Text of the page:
Capitalization and Translation

One of the categories on which I rate trnslations for my Bible Version Selection Tool is on capitalization of divine names. This has resulted many times in people asking me if I’m not being a bit nitpicky in making an issue of something like that.

Wayne Leman has posted about Psalm 2 and his arguments illustrate my point well. Comparing Acts 13:32-33 with Psalm 2:7 in the NET, Wayne comments:

Notice that the NET translators, theological conservatives who believe that Jesus is God’s Son, the promised Messiah, uppercase “Son” in Acts 13:33, but not in Hebrew Bible passage which this verse quotes, Psalm 2:7. I personally believe that the NET translators have translated accurately in each passage and indicate appropriately authorial intent with this differing typographical notation.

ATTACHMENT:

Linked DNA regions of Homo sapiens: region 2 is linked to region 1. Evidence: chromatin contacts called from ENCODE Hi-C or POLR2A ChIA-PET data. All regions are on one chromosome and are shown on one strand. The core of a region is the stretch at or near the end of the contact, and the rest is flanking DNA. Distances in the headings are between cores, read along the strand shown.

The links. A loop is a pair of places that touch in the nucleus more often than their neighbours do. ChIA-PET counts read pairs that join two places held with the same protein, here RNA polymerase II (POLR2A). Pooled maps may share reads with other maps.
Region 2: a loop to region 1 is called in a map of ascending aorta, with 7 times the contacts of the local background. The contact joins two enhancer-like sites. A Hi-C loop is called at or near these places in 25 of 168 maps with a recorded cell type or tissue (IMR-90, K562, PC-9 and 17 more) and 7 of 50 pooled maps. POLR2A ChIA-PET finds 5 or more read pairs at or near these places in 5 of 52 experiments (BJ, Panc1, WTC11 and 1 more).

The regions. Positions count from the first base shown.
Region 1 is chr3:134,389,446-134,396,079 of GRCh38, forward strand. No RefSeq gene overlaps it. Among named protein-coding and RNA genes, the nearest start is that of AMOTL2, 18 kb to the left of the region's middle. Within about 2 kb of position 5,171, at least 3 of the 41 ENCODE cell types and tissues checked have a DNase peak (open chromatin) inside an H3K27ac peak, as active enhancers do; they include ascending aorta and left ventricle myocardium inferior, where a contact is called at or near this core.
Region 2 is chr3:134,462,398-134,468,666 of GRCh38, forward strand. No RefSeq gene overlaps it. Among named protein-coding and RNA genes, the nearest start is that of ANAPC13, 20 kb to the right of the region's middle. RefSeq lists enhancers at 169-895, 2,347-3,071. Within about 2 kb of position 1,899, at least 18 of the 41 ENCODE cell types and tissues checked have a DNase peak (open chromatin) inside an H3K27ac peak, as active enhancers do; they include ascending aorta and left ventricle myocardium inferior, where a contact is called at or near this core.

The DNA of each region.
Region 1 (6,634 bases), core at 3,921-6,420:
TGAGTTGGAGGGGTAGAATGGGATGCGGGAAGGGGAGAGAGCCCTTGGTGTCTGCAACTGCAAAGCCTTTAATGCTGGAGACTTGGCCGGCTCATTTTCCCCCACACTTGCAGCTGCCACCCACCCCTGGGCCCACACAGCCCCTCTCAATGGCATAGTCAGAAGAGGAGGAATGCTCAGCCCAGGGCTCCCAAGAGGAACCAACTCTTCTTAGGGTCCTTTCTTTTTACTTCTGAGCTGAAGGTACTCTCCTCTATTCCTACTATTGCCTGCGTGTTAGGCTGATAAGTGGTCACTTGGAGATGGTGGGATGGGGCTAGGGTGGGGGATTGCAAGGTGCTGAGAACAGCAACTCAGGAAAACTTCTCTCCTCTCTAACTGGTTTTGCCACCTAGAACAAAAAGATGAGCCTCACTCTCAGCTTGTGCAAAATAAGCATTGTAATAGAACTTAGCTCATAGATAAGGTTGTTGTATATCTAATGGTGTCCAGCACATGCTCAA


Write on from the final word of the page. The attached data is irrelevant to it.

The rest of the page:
Wayne also shows a list of translations that, he says, “Christianize” the Hebrew Bible in this verse. Included among them are the NIV, NASB, ESV, HCSB, and GW. All of this is accomplished by means of the capitalization–something that is a choice of the translators and can be merely stylistic, or can, as in this case, be very meaningful. The choice whether or not to capitalize any pronouns referring to the deity is, in itself, stylistic. But if one chooses to follow that practice, then a verse like Psalm 2:7 cannot be neutral because whether you capitalize certain words or not, it will be taken as an indication of your interpretation.

Now the indication that I give in my selection tool doesn’t test this level of detail, but it can give you an idea. And I think that the better choice in modern English is to lose the capitalization of the pronouns throughout.

Wayne concludes:

Better Bibles should use the least amount of “interpretive translation” necessary for conveying the original meanings of the biblical authors accurately to translation audiences.

I couldn’t agree more.

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  1. I’ve noticed that my NASB Study Bible often capitalizes the word ‘spirit’, which suggests the Holy Spirit, when the text does not necessarily suggest that person of the Trinity.

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